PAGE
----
Some states' refusal to expand Medicaid and a recommendation by the Department of Health & Human Services to recertify critical access hospitals are causing concern about rural access to healthcare.
According to a health economist, if states refuse to expand Medicaid in accordance with healthcare reform, the rural poor will be hit the hardest, the Minneapolis Star-Tribune reports.
Tim McBride, an economist with the Rural Policy Research Institute's Center for Rural Health Policy Analysis, told attendees at a Milwaukee conference on rural healthcare that the majority of residents who would be covered under the expansion live in states that have opted out of expanding the program.
Most city residents who would become eligible live in states that have already accepted the expansion. Thus, McBride said, failure to expand Medicaid "is a rural issue."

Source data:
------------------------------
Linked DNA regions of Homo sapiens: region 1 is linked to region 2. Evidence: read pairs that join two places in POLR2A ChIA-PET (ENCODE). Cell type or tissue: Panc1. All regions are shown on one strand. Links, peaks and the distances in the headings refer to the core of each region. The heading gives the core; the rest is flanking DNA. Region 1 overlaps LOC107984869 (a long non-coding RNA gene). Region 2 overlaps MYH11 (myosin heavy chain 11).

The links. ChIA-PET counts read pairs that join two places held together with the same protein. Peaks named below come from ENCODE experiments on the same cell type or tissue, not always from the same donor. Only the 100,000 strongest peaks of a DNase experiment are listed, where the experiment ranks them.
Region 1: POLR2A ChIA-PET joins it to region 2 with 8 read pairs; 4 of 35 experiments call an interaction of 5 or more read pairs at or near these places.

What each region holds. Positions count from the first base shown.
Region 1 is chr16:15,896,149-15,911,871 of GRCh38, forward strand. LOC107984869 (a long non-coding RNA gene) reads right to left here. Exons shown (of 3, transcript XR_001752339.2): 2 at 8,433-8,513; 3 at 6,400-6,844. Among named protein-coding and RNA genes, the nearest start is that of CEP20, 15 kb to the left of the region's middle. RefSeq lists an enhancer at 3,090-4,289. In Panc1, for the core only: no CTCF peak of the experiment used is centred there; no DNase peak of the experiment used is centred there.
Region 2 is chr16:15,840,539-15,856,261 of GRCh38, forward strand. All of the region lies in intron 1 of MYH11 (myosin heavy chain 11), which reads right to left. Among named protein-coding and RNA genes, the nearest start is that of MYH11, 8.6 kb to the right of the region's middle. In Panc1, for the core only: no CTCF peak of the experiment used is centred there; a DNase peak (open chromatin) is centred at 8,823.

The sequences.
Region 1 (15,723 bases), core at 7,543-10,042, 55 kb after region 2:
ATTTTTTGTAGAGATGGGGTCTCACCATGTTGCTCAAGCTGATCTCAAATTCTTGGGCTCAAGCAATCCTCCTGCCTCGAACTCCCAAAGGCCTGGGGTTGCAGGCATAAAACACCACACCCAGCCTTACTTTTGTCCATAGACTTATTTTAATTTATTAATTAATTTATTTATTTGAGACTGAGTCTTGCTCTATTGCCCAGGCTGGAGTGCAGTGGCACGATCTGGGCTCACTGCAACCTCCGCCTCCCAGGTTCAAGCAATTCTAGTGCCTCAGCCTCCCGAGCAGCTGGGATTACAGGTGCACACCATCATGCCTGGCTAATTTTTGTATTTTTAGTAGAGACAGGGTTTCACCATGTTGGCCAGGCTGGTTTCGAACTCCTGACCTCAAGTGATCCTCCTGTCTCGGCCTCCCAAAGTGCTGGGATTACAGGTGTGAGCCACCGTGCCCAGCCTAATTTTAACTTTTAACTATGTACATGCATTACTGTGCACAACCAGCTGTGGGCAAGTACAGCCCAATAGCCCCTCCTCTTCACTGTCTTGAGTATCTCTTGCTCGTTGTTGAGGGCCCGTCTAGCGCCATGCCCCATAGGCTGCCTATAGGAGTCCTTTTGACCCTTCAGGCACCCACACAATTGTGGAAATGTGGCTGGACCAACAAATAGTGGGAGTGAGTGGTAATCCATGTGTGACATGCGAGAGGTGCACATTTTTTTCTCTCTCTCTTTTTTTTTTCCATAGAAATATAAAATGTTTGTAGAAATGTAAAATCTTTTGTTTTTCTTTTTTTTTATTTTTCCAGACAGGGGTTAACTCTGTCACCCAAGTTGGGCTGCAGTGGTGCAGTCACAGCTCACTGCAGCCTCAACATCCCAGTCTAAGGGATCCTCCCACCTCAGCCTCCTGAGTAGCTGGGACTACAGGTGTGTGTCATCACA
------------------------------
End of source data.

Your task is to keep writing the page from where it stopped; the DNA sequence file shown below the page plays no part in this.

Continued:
"The truth is, this will be really important money for rural hospitals, rural health providers, rural communities," McBride said, adding that hospitals in states that opt out will be hit with reimbursement cuts without receiving any more money from the federal government.
In mid-August, HHS' Office of the Inspector General recommended that the Centers for Medicare & Medicaid Services decertify certain critical access hospitals (CAHs) that do not meet current location requirements.
According to the OIG's report, almost two thirds of CAHs, which serve rural communities, would not meet these requirements. The American Hospital Association criticized the HHS report for showing "an unfortunate lack of understanding of how healthcare is delivered in rural America," FierceHealthCare previously reported.
Moreover, the closure of CAHs would "have catastrophic effects for healthcare," Mike Burket, CEO of Platte Health Center, a South Dakota CAH, told the Black Hills Pioneer.